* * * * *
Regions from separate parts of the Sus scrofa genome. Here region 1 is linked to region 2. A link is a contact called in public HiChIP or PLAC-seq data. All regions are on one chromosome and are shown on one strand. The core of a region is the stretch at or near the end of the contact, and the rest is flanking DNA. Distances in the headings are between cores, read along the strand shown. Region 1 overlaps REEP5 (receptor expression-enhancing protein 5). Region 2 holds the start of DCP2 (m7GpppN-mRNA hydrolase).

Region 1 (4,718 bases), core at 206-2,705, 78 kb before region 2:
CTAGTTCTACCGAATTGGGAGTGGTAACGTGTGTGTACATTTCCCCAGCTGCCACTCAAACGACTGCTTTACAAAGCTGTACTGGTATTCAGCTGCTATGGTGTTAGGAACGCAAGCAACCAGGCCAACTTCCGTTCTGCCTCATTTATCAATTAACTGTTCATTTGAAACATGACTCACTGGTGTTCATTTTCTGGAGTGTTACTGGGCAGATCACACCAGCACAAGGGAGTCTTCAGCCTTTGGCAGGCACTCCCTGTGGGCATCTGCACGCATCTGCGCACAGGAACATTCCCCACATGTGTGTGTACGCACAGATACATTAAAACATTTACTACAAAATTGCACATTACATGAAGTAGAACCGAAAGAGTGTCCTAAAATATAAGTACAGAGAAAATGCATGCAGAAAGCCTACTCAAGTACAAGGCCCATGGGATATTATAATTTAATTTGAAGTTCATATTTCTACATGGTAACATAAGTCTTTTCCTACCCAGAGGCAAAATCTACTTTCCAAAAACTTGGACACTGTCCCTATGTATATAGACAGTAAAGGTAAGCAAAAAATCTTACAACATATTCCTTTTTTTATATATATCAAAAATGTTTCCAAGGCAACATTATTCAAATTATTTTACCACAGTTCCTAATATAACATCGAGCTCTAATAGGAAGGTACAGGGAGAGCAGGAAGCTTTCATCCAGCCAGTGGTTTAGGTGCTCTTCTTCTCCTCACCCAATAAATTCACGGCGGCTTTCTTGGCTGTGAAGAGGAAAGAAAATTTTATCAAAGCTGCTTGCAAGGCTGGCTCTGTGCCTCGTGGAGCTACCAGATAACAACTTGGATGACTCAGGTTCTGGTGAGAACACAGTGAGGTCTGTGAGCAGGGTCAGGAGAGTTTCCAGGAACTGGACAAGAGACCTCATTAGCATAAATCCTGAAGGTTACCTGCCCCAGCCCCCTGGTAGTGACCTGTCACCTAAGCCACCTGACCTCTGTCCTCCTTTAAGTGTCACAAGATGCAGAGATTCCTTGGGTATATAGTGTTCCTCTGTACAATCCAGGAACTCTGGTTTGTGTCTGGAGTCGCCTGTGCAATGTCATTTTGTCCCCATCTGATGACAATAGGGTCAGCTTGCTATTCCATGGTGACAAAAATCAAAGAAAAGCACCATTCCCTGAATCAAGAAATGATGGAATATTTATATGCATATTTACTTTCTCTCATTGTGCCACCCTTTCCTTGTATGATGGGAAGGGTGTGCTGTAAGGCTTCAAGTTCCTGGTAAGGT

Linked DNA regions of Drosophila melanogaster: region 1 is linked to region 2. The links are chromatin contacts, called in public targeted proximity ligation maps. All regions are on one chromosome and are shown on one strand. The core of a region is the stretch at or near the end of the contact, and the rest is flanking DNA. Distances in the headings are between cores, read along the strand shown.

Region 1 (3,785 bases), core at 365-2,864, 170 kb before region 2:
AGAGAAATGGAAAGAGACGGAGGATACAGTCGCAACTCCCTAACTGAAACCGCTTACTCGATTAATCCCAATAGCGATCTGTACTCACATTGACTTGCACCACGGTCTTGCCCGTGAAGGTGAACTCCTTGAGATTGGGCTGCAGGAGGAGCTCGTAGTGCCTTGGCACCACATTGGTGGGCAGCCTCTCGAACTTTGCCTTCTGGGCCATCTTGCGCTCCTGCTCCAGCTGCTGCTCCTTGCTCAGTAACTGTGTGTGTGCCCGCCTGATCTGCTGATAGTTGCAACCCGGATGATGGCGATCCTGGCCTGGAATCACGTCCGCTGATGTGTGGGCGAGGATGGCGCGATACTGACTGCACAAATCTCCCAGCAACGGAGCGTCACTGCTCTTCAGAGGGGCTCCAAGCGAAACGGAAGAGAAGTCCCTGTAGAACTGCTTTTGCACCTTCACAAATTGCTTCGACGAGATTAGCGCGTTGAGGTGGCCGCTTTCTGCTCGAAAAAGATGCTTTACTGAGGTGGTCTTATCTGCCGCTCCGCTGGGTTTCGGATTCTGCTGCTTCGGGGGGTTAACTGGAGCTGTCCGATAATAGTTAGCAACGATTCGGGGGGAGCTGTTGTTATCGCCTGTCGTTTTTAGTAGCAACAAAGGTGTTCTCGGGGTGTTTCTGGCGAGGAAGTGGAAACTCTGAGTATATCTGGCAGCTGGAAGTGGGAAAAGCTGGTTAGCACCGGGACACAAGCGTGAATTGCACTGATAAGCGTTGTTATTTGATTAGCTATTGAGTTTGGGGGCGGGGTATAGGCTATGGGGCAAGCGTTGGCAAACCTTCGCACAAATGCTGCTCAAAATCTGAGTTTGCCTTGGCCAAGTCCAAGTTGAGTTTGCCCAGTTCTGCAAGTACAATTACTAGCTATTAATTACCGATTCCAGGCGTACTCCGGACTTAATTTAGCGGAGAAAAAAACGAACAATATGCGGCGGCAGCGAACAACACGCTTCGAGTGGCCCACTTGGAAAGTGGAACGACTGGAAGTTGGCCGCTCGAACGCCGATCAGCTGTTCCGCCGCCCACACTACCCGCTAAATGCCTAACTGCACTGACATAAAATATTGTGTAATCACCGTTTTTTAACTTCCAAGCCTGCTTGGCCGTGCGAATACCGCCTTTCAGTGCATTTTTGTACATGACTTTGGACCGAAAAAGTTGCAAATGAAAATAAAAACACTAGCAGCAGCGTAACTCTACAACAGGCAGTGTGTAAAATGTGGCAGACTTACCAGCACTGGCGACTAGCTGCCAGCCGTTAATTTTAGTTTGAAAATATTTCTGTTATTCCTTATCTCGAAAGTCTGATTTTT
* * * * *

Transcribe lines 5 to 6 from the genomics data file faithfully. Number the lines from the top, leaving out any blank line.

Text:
Region 1 (3,785 bases), core at 365-2,864, 170 kb before region 2:
AGAGAAATGGAAAGAGACGGAGGATACAGTCGCAACTCCCTAACTGAAACCGCTTACTCGATTAATCCCAATAGCGATCTGTACTCACATTGACTTGCACCACGGTCTTGCCCGTGAAGGTGAACTCCTTGAGATTGGGCTGCAGGAGGAGCTCGTAGTGCCTTGGCACCACATTGGTGGGCAGCCTCTCGAACTTTGCCTTCTGGGCCATCTTGCGCTCCTGCTCCAGCTGCTGCTCCTTGCTCAGTAACTGTGTGTGTGCCCGCCTGATCTGCTGATAGTTGCAACCCGGATGATGGCGATCCTGGCCTGGAATCACGTCCGCTGATGTGTGGGCGAGGATGGCGCGATACTGACTGCACAAATCTCCCAGCAACGGAGCGTCACTGCTCTTCAGAGGGGCTCCAAGCGAAACGGAAGAGAAGTCCCTGTAGAACTGCTTTTGCACCTTCACAAATTGCTTCGACGAGATTAGCGCGTTGAGGTGGCCGCTTTCTGCTCGAAAAAGATGCTTTACTGAGGTGGTCTTATCTGCCGCTCCGCTGGGTTTCGGATTCTGCTGCTTCGGGGGGTTAACTGGAGCTGTCCGATAATAGTTAGCAACGATTCGGGGGGAGCTGTTGTTATCGCCTGTCGTTTTTAGTAGCAACAAAGGTGTTCTCGGGGTGTTTCTGGCGAGGAAGTGGAAACTCTGAGTATATCTGGCAGCTGGAAGTGGGAAAAGCTGGTTAGCACCGGGACACAAGCGTGAATTGCACTGATAAGCGTTGTTATTTGATTAGCTATTGAGTTTGGGGGCGGGGTATAGGCTATGGGGCAAGCGTTGGCAAACCTTCGCACAAATGCTGCTCAAAATCTGAGTTTGCCTTGGCCAAGTCCAAGTTGAGTTTGCCCAGTTCTGCAAGTACAATTACTAGCTATTAATTACCGATTCCAGGCGTACTCCGGACTTAATTTAGCGGAGAAAAAAACGAACAATATGCGGCGGCAGCGAACAACACGCTTCGAGTGGCCCACTTGGAAAGTGGAACGACTGGAAGTTGGCCGCTCGAACGCCGATCAGCTGTTCCGCCGCCCACACTACCCGCTAAATGCCTAACTGCACTGACATAAAATATTGTGTAATCACCGTTTTTTAACTTCCAAGCCTGCTTGGCCGTGCGAATACCGCCTTTCAGTGCATTTTTGTACATGACTTTGGACCGAAAAAGTTGCAAATGAAAATAAAAACACTAGCAGCAGCGTAACTCTACAACAGGCAGTGTGTAAAATGTGGCAGACTTACCAGCACTGGCGACTAGCTGCCAGCCGTTAATTTTAGTTTGAAAATATTTCTGTTATTCCTTATCTCGAAAGTCTGATTTTT